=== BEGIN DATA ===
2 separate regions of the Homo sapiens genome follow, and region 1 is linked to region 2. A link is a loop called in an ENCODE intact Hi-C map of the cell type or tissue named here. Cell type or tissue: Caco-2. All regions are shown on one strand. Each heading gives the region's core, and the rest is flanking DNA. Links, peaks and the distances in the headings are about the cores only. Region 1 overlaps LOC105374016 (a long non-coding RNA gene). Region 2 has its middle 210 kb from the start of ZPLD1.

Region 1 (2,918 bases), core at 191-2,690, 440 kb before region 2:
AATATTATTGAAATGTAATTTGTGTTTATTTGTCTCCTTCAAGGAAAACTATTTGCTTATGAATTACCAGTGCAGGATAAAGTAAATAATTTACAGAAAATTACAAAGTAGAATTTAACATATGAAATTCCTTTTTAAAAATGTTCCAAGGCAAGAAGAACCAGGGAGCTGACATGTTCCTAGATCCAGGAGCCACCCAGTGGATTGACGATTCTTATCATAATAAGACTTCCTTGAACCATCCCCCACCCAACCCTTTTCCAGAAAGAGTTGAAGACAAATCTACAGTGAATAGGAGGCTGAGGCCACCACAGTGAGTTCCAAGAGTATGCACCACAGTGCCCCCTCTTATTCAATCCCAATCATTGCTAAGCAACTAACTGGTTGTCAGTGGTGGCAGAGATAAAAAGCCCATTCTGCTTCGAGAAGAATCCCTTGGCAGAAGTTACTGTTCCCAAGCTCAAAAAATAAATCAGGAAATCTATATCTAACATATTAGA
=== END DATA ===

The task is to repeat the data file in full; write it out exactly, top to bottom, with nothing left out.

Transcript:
2 separate regions of the Homo sapiens genome follow, and region 1 is linked to region 2. A link is a loop called in an ENCODE intact Hi-C map of the cell type or tissue named here. Cell type or tissue: Caco-2. All regions are shown on one strand. Each heading gives the region's core, and the rest is flanking DNA. Links, peaks and the distances in the headings are about the cores only. Region 1 overlaps LOC105374016 (a long non-coding RNA gene). Region 2 has its middle 210 kb from the start of ZPLD1.

Region 1 (2,918 bases), core at 191-2,690, 440 kb before region 2:
AATATTATTGAAATGTAATTTGTGTTTATTTGTCTCCTTCAAGGAAAACTATTTGCTTATGAATTACCAGTGCAGGATAAAGTAAATAATTTACAGAAAATTACAAAGTAGAATTTAACATATGAAATTCCTTTTTAAAAATGTTCCAAGGCAAGAAGAACCAGGGAGCTGACATGTTCCTAGATCCAGGAGCCACCCAGTGGATTGACGATTCTTATCATAATAAGACTTCCTTGAACCATCCCCCACCCAACCCTTTTCCAGAAAGAGTTGAAGACAAATCTACAGTGAATAGGAGGCTGAGGCCACCACAGTGAGTTCCAAGAGTATGCACCACAGTGCCCCCTCTTATTCAATCCCAATCATTGCTAAGCAACTAACTGGTTGTCAGTGGTGGCAGAGATAAAAAGCCCATTCTGCTTCGAGAAGAATCCCTTGGCAGAAGTTACTGTTCCCAAGCTCAAAAAATAAATCAGGAAATCTATATCTAACATATTAGA